Liquid Liquid Mixture of miscible liquids,e.g., alcohol in water acetone in Water.
Liquid Solid Sugar solution, salt solution in water.
Solid Gas Adsorption of gases over metals; hydrogen over palladium.
Solid Liquid Mercury in zinc, mercury in gold.
Solid Solid Alloys, Brass etc.

 


Q. 7. State Raoult’s law. If ΔT is the elevation of boiling point of a solvent and m is the number of moles of solute per kg of solvent, what is the relationship between T and m?

Ans. Raoult’s law : It states that whenever a non volatile solue is added to a volatile solvent the vapour pressure of the solvent is lowered and the lowering of vapour pressures directly proportional to the mole fraction of the solute added.

State Raoult's law. If ΔT is the elevation of boiling point

where, PState Raoult's law. If ΔT is the elevation of boiling point of a is the vapour pressure of the pure solvent.

PA is the vapour pressure of the solution.
XB is the mole fraction of non-volatile solute.
Thus, according to Raoult’s law, the relative lowering or vapour pressure is equal to the mole fraction of the solute in solution.


Q. 8. Define molar conductivity of an electrolytic solution. Mention the effect of the temperature on molar conductivity.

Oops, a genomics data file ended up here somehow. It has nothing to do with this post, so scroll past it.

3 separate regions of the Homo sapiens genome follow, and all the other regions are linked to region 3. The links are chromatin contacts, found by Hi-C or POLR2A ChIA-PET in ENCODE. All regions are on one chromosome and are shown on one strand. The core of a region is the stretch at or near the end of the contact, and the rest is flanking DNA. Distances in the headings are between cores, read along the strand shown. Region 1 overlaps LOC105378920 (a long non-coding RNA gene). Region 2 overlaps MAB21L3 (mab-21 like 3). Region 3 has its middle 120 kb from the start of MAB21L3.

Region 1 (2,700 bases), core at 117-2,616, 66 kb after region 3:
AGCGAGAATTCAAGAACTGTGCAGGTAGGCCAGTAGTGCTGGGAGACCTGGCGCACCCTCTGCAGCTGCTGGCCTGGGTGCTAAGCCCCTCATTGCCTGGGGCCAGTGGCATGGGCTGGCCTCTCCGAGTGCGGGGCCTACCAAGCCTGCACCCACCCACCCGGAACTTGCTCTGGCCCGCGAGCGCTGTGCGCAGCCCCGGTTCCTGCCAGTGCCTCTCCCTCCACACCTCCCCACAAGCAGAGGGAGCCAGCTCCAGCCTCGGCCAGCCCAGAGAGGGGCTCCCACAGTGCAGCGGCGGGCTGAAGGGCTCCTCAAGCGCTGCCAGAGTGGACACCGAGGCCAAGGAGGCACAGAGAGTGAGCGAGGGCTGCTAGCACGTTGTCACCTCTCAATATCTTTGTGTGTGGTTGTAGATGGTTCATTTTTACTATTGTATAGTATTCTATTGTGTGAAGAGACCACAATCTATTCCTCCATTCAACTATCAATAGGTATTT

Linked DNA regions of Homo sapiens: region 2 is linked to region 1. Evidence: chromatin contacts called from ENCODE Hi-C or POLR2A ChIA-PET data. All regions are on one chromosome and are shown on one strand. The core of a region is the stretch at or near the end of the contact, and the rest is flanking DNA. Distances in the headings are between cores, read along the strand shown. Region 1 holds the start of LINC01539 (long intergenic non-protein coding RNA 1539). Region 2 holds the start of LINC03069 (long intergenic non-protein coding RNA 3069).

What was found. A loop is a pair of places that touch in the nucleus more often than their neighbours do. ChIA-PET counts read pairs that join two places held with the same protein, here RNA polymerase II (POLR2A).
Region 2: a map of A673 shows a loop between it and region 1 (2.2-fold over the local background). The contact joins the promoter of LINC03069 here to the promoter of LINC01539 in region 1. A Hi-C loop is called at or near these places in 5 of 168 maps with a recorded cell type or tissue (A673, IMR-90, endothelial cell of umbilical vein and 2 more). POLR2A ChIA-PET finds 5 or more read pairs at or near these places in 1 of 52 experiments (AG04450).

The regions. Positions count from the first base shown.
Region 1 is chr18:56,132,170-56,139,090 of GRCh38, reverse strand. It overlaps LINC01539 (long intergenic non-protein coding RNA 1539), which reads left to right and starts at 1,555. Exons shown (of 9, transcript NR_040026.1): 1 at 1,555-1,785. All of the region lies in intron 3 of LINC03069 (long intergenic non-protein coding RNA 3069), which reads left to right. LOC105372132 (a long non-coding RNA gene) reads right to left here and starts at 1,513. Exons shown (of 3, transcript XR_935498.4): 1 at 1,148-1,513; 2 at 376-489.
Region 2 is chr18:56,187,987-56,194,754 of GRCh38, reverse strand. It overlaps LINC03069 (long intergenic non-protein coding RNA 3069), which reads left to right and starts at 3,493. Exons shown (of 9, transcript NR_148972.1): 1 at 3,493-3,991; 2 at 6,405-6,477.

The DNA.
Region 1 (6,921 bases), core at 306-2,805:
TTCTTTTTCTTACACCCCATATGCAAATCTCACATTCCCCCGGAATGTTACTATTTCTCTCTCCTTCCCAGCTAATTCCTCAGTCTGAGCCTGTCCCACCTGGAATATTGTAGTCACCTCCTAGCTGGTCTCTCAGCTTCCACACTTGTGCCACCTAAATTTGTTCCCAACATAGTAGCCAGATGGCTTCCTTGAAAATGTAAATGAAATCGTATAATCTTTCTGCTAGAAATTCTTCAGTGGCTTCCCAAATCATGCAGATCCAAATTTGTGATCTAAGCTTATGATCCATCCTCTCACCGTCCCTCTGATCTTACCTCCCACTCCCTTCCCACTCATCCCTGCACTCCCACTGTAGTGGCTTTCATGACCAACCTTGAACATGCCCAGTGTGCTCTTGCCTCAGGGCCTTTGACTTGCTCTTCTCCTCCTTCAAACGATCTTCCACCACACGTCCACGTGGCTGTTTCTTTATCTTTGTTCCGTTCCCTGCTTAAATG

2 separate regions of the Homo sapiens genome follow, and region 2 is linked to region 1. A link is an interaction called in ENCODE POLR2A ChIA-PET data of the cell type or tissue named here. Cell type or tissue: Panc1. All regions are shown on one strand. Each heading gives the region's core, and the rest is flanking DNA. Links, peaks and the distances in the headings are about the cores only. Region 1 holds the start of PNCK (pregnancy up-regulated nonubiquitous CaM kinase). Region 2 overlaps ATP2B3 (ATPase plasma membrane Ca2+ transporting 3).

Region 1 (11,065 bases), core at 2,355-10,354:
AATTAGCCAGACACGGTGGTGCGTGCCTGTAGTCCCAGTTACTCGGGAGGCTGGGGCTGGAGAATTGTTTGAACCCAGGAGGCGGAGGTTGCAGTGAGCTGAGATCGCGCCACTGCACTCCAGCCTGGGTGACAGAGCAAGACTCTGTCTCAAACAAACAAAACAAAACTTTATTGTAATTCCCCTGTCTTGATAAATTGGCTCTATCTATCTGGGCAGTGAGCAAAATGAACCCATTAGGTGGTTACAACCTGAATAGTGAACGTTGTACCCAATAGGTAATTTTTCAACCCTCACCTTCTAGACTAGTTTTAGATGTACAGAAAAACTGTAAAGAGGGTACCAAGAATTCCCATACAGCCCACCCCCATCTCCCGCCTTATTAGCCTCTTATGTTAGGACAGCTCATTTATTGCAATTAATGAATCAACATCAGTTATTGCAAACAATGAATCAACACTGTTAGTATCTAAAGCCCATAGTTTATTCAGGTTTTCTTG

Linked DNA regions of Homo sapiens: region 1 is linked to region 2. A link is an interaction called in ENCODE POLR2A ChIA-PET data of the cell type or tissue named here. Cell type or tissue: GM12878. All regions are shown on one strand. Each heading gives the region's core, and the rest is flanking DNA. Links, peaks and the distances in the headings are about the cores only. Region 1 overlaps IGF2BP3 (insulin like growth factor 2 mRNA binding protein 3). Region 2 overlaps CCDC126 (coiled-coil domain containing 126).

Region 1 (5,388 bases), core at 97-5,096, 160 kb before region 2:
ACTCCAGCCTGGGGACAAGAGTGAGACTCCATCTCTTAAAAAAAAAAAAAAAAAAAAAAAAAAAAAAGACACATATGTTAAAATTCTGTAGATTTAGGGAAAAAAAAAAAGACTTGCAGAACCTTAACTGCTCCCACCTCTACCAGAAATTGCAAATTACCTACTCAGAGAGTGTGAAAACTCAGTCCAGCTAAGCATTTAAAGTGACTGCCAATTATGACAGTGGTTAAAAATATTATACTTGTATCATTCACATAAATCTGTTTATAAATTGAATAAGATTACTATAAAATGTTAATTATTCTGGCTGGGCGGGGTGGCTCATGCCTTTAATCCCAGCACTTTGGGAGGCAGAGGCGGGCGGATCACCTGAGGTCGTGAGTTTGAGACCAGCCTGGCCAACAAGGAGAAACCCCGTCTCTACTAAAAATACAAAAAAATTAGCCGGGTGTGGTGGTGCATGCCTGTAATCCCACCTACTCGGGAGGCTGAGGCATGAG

Ans. Molar conductivity is defined as electrolytic conductivity power of all the ions furnished by 1 mol of the electrolyte at a given concentration in solution. It is given as

^m = State Raoult's law. If ΔT is the elevation of boiling point of a

where ^m = Molar conductivity
K = Specific conductivity.
Cm = Concentration in molar per litre.
Effect of temperature on molar conductivity. The speed of movement of ions increases with an increase in temperature. Therefore, molar conductivity increases with temperature.


Q. 9. What is antifreze ?

Ans. A substance like ethylene glycol which is added to water to lower its freezing point.


Q. 10. Why NaCl solution freezes at lower temperature than water but boils at higher temperature than water ?

Ans. When a solute in dissolved in water, the vapour pressure decreases. Hence solution boils at a higher temperature, while solvent freezes at a lower temperature.


Q. 11. Two liquids X and Y boil at 110°C and 130°C respectively. Which one of them has higher vapour pressure at 50°C